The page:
FEBRUARY 2015: A Strontium Isotopic Perspective on the Origins of Human Trafficking Victims from Nineteenth-century Africa

The EUROTAST fellows will be presenting the findings of their research at the upcomingGenetics/Heritage conference, 23-25 April at the International Slavery Museum in Liverpool. Deadline for submission has been extended to March 15. To submit a paper or to attend the conference, visit the Genetics/Heritage website.


George Hutchinson’s View of St Helena, 1815

Title: A strontium isotopic perspective on the origins of human trafficking victims from nineteenth-century Africa

Authors: Judy Watson, Andrew Pearson, Geoff Nowell, Alex Bentley, Alistair
Pike, and Kate Robson Brown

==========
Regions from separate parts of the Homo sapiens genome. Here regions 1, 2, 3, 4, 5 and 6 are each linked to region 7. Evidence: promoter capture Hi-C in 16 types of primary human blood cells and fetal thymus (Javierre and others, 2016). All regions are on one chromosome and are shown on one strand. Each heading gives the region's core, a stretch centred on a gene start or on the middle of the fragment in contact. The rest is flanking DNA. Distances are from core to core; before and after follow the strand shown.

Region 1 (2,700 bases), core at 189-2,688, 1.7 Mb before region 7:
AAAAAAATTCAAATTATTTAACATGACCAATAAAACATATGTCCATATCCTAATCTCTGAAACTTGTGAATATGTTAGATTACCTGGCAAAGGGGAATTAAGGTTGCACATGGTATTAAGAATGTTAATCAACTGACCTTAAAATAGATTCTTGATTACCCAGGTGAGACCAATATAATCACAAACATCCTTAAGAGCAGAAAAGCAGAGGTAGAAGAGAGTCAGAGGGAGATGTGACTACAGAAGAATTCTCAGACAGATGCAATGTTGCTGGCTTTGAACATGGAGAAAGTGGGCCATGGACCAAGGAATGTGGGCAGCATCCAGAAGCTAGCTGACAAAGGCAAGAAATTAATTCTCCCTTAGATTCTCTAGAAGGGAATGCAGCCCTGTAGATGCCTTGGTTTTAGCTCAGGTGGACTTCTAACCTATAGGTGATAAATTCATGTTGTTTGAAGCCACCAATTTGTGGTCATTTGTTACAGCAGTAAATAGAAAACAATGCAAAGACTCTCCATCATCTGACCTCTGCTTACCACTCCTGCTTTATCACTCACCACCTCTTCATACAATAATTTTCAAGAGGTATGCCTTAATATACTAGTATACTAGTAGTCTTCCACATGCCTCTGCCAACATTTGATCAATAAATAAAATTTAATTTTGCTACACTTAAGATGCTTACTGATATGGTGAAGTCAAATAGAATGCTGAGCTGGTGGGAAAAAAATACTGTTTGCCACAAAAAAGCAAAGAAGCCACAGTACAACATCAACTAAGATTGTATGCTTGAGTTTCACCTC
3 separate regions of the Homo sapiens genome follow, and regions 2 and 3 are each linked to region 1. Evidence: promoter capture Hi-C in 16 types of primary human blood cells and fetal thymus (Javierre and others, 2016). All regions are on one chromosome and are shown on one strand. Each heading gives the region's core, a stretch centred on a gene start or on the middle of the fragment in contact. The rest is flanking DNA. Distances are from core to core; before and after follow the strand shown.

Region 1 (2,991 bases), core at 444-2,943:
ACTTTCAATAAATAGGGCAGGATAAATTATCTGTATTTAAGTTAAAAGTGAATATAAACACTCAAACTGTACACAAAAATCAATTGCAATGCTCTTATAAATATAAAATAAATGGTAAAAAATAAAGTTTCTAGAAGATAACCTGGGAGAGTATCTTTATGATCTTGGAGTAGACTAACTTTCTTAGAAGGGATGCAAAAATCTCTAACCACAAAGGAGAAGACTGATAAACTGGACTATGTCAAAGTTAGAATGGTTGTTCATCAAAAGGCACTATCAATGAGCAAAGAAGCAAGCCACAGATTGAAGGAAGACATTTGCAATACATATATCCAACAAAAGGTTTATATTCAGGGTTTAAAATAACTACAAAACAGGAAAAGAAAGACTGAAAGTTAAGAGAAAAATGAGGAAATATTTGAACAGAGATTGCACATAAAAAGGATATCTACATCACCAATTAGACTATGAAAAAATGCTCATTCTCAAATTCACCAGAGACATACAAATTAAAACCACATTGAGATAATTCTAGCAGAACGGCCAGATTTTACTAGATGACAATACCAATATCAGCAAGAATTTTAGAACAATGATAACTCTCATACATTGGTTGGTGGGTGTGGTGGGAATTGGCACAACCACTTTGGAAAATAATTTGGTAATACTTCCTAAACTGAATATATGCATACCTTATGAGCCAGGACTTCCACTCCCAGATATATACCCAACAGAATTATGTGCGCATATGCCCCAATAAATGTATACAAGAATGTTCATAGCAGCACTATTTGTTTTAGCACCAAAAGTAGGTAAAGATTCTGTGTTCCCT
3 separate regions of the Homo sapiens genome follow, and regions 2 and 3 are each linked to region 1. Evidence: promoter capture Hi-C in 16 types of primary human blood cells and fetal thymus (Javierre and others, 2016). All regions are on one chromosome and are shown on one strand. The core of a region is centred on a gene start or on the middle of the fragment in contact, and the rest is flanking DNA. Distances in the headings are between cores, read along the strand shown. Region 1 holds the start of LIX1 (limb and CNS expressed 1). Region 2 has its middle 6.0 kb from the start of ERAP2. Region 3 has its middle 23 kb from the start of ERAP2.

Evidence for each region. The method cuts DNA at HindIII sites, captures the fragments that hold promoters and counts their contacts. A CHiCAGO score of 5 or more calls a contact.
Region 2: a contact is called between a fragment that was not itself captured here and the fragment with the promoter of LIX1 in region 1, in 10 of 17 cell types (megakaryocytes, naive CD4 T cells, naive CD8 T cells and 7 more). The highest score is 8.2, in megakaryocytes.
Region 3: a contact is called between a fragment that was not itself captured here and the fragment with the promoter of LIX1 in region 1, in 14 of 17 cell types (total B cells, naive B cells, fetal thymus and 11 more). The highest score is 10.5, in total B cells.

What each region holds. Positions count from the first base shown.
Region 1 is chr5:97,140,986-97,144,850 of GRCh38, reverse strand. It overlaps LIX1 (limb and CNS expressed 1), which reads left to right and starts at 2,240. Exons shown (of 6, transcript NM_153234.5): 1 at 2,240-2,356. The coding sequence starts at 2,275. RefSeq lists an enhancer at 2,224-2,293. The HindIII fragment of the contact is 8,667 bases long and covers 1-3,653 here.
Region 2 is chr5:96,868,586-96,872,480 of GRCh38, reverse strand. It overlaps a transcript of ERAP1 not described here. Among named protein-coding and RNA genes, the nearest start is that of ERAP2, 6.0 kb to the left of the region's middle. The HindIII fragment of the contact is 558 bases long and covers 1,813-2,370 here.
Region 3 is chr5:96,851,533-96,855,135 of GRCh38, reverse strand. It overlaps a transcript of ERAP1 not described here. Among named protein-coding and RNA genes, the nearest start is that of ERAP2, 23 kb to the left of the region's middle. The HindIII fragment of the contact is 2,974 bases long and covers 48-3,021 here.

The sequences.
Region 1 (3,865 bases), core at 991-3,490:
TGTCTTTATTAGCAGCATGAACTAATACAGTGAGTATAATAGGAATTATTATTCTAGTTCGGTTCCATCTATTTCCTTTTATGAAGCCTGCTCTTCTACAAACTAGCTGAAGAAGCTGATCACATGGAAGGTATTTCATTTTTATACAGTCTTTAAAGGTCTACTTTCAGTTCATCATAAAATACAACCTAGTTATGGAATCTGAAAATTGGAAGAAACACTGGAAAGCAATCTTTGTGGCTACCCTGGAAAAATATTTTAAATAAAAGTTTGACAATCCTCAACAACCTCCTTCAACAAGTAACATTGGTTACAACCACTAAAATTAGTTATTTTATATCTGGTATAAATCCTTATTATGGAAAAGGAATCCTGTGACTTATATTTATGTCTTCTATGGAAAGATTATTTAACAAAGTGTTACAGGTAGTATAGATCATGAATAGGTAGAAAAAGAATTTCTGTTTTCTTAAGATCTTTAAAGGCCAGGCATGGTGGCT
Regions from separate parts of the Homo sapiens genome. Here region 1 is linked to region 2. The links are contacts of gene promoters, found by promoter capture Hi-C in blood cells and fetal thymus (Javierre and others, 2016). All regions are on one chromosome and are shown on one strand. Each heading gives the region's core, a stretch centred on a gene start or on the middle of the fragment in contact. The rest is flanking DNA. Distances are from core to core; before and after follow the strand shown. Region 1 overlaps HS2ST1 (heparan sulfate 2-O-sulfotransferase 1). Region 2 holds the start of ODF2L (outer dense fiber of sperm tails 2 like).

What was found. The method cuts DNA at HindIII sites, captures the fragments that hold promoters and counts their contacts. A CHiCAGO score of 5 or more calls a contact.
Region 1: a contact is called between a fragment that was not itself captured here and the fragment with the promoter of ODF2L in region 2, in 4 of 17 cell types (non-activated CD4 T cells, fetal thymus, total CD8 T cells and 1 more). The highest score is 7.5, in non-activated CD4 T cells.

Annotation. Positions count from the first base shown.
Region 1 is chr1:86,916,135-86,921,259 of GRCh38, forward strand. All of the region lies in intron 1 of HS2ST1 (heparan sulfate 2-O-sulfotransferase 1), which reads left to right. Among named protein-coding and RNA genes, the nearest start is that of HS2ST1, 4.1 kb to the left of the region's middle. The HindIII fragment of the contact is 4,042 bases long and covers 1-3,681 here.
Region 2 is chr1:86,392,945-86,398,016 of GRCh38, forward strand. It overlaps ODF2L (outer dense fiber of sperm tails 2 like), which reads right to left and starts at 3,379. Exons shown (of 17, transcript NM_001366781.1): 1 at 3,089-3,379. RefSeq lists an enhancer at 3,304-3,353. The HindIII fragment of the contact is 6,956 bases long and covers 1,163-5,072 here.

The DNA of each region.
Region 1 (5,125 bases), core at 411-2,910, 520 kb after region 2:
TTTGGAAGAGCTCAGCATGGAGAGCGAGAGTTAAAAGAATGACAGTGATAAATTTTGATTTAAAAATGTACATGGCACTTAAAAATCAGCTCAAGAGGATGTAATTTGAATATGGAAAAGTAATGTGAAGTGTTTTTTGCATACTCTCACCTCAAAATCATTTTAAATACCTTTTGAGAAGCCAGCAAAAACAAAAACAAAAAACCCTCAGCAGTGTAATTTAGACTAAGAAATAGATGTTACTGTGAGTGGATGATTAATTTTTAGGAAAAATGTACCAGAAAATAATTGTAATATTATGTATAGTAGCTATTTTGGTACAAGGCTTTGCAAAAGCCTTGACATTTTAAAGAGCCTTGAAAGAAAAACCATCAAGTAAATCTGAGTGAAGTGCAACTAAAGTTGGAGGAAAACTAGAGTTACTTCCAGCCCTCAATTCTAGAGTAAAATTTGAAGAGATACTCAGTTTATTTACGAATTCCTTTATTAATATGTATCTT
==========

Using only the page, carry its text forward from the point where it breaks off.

In the middle of the 19th century, approximately 25,000 African captives were taken to St Helena Island in the south Atlantic when the ships illegally trafficking them to the Americas were intercepted and seized by the Royal Navy. The Africans were liberated, and those that survived were mostly relocated to the British Caribbean. An archaeological excavation conducted in 2008 excavated the remains of 325 of the approximately 7400 liberated Africans who died after arriving at St Helena. Chemical analysis has been conducted on the teeth of some of these individuals. The results of this analysis have been used in combination with historical and other evidence to learn more about where in Africa the people taken to St Helena were from, and by extension to try to contribute to our understanding of the cultural and geographical origins of African forced migrants and 19th-century voluntary immigrants in the Americas.


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